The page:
Student editors: what happened next?
They take a year out of medical school to edit the magazine, but what happens when they put the pen down and pick up their stethoscope? The second in the series is Deborah Cohen.
“You’ve gone from being amongst the most respected members of society to the gutter,” my mother informed me when I announced my intention to quit clinical medicine for full-time journalism. But I rather enjoyed the gutter—a point not lost on my journalist friends at university whose careers I was far more interested in than my own. I had finally found a career where you were paid to talk on the phone.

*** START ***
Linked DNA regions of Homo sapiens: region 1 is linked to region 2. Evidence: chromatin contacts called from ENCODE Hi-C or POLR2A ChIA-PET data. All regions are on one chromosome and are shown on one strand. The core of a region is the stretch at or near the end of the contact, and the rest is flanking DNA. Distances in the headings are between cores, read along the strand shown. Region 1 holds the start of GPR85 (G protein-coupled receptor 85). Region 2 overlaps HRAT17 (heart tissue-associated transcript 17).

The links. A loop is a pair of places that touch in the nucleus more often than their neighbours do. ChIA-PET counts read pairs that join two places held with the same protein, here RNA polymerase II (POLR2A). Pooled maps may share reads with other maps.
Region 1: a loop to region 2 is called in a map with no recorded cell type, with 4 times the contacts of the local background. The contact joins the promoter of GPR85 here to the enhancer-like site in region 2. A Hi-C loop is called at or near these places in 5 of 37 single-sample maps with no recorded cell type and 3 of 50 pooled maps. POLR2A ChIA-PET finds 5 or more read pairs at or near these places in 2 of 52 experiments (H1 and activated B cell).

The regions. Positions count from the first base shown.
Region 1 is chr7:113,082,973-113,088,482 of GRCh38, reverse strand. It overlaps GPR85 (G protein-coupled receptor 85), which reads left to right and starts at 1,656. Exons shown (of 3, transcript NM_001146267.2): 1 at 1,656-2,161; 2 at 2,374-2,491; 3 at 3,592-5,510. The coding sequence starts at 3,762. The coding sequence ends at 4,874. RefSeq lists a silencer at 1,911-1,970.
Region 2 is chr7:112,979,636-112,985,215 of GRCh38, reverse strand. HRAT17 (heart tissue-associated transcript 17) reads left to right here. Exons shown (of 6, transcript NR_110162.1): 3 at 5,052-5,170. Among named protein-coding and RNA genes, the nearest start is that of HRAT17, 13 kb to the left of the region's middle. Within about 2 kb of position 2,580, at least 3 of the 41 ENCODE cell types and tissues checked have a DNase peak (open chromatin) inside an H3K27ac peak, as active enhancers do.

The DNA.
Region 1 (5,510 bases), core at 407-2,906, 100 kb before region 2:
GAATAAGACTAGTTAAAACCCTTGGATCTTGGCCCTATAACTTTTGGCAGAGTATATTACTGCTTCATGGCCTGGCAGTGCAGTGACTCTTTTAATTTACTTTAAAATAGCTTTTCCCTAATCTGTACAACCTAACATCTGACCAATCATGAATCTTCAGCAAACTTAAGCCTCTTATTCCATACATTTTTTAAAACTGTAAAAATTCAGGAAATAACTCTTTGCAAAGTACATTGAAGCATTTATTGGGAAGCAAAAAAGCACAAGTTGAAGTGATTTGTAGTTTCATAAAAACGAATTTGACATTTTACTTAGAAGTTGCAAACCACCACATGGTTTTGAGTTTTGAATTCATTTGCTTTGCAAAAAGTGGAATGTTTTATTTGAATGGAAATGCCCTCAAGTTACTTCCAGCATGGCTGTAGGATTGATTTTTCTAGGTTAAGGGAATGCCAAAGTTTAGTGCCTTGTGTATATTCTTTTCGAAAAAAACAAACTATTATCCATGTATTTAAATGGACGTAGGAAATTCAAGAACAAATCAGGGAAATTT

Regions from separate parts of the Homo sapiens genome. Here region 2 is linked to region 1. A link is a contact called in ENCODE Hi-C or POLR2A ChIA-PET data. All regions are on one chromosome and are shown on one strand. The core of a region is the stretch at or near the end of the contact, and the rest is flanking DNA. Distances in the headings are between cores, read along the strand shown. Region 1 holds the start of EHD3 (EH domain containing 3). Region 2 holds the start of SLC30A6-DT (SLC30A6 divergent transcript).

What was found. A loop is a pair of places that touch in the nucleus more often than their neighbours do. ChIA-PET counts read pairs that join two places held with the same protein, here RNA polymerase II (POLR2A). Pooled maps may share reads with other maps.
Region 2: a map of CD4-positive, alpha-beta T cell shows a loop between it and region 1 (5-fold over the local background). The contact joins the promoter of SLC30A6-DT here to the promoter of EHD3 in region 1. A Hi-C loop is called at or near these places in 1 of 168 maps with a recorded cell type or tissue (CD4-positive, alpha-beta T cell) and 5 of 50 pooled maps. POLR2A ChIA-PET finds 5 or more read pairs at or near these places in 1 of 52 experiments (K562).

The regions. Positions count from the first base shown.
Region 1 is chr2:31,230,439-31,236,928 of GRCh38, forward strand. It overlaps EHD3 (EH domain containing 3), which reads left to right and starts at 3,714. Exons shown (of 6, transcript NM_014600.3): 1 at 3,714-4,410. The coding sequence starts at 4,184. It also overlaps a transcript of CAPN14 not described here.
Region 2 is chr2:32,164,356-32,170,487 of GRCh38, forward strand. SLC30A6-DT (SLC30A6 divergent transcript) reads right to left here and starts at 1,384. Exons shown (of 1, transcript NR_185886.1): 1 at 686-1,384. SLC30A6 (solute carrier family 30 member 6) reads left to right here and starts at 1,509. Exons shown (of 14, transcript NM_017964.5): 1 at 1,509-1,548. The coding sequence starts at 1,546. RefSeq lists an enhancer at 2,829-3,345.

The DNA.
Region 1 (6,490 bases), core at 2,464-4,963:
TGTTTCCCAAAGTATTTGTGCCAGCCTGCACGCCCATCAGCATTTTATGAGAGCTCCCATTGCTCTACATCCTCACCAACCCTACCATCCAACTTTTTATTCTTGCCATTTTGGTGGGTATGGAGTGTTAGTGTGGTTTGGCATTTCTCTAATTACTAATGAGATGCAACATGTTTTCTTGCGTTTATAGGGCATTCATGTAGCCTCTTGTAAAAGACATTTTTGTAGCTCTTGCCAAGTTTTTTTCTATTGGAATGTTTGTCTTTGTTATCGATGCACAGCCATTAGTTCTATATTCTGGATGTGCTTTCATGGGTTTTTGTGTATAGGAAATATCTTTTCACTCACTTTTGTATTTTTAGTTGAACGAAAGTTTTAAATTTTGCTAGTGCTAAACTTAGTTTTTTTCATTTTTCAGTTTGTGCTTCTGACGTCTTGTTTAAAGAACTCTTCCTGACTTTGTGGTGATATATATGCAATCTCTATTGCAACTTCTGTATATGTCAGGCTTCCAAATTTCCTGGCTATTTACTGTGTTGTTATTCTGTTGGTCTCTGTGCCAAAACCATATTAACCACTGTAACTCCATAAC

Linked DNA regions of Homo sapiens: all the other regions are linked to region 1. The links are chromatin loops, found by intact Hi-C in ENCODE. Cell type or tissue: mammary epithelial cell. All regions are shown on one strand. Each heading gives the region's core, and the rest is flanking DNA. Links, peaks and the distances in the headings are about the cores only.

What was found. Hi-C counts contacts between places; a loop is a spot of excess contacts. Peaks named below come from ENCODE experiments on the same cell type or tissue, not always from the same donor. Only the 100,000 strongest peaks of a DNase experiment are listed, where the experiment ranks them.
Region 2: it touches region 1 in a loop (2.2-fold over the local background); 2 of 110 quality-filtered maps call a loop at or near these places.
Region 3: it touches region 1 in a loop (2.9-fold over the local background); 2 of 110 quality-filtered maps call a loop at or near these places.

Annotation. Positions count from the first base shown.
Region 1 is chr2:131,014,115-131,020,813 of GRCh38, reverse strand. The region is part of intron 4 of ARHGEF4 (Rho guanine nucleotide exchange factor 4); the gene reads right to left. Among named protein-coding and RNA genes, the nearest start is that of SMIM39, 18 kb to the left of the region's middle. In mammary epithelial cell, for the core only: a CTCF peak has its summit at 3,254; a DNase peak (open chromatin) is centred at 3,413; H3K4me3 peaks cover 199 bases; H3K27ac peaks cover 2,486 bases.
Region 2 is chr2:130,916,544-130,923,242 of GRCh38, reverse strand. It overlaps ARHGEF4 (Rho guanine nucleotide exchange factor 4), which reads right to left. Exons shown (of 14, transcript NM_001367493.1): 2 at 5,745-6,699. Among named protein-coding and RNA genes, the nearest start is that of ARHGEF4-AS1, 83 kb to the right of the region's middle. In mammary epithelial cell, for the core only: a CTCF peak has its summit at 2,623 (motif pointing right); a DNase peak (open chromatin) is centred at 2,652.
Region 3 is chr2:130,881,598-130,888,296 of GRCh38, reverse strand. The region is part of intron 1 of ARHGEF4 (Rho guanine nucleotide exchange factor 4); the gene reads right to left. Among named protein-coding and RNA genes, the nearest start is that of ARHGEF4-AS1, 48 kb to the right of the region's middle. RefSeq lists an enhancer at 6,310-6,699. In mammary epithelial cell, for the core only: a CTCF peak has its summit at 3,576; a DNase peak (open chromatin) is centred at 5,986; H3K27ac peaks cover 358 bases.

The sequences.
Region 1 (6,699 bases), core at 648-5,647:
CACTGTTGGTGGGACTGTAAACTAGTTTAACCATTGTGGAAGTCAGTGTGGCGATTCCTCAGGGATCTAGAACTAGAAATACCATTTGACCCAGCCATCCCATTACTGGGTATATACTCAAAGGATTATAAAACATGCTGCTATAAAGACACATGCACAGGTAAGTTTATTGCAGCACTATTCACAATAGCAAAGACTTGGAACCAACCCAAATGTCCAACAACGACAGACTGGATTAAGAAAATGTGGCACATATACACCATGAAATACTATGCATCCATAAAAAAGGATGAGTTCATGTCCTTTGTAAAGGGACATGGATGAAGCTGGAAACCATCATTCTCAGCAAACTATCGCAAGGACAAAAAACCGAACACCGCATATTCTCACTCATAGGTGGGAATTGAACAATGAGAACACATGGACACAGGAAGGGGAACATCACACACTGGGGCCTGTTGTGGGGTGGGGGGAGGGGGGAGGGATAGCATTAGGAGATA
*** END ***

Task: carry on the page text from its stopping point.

So I persuaded the medical school dean to allow me to intercalate in journalism, finished my medical degree, and then edited the Student BMJ for two years (2003-5) rather than one. Although I enjoyed commissioning and editing, it was the opportunities that came from working for the BMJ that were particularly exciting.
As well as work experience on BBC’s Horizon, I managed to wangle press trips to the West Bank to report on Palestinian healthcare and Northern Kenya to